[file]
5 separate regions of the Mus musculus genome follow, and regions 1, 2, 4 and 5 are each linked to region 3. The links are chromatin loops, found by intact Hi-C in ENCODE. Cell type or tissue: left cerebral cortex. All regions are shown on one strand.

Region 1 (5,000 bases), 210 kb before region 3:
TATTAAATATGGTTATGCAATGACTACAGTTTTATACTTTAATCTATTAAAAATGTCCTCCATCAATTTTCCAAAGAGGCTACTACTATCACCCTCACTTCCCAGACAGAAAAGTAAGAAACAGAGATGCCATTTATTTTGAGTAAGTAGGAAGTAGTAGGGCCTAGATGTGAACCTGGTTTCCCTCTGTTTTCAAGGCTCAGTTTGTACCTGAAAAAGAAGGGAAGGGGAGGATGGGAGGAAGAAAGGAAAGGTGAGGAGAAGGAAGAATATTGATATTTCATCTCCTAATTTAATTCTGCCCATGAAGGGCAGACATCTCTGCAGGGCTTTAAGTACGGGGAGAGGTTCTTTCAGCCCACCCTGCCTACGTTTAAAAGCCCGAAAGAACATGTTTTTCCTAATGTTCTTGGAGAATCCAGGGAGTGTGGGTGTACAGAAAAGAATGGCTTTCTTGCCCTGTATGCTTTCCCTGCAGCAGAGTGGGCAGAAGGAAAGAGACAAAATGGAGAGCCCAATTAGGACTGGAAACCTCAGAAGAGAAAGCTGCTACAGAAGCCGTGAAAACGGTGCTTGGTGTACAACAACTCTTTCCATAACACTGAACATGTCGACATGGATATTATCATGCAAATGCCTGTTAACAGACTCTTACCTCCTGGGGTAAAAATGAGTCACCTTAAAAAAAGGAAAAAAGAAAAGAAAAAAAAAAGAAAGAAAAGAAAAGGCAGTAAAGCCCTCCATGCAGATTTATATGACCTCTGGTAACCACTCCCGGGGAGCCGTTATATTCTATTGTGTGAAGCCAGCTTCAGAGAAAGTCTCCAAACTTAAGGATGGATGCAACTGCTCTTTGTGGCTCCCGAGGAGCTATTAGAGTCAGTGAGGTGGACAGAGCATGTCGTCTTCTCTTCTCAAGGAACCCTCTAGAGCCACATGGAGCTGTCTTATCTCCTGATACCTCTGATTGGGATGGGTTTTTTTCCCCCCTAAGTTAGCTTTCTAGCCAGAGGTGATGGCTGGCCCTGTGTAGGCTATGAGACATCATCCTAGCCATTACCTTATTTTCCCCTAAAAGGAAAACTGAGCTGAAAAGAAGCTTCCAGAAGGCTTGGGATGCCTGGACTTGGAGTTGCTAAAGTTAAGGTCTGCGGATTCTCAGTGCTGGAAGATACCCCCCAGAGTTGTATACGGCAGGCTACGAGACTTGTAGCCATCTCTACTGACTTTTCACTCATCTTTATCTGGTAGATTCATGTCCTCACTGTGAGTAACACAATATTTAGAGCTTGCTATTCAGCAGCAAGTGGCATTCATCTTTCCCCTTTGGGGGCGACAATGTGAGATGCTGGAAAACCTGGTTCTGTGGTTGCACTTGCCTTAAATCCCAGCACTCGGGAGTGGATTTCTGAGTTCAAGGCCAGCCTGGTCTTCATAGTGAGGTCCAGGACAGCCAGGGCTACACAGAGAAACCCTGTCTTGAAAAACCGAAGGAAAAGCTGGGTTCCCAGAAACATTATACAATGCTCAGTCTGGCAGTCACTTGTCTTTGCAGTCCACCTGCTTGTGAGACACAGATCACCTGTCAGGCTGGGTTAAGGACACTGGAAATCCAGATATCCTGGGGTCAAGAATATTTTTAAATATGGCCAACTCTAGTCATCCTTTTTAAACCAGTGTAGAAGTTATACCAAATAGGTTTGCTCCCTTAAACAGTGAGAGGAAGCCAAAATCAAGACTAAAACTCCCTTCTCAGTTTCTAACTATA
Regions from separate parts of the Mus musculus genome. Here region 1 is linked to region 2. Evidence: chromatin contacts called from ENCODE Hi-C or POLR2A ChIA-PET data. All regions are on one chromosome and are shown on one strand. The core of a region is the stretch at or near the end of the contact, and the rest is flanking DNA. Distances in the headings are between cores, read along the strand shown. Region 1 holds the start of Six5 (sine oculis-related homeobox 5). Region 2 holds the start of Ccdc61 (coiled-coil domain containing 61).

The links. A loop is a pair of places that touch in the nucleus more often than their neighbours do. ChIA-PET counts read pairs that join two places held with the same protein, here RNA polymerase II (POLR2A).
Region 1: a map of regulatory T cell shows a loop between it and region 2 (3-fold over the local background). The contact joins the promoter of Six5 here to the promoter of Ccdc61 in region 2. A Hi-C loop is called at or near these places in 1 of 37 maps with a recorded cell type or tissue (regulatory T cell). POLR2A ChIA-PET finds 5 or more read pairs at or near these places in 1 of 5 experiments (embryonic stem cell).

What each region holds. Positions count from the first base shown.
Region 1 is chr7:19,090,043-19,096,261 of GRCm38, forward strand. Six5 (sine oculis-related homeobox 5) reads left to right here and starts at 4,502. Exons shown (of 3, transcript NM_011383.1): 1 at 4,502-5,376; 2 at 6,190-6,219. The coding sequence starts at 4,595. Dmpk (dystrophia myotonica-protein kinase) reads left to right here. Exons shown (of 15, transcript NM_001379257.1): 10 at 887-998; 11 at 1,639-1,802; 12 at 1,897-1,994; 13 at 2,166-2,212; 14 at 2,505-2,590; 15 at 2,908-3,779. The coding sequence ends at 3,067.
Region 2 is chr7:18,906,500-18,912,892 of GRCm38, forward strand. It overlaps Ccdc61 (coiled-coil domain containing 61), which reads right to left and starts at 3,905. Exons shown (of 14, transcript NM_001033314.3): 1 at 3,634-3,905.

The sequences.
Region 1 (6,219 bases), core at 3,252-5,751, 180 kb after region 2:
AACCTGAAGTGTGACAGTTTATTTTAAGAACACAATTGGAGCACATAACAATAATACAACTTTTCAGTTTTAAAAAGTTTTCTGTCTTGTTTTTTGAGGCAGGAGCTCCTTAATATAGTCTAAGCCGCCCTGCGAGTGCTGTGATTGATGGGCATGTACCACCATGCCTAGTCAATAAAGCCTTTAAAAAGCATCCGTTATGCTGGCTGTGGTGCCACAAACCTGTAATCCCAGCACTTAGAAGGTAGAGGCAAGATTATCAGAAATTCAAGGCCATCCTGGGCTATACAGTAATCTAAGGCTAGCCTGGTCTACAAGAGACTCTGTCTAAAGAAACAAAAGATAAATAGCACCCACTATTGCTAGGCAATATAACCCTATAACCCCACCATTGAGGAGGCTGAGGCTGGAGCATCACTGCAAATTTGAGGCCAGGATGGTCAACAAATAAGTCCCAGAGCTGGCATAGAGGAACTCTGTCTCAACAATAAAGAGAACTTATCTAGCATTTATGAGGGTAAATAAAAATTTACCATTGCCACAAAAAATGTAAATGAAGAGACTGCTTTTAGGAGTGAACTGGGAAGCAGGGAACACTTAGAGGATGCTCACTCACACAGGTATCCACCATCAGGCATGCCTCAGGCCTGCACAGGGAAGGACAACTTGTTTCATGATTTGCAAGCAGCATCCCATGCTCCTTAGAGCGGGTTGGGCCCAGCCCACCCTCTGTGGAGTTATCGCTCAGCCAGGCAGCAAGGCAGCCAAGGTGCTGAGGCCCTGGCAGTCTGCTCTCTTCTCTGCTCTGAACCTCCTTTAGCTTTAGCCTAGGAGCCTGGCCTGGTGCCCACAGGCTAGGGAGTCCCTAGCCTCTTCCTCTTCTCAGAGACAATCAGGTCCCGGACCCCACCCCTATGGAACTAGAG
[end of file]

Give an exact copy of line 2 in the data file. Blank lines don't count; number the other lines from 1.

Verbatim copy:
Region 1 (5,000 bases), 210 kb before region 3: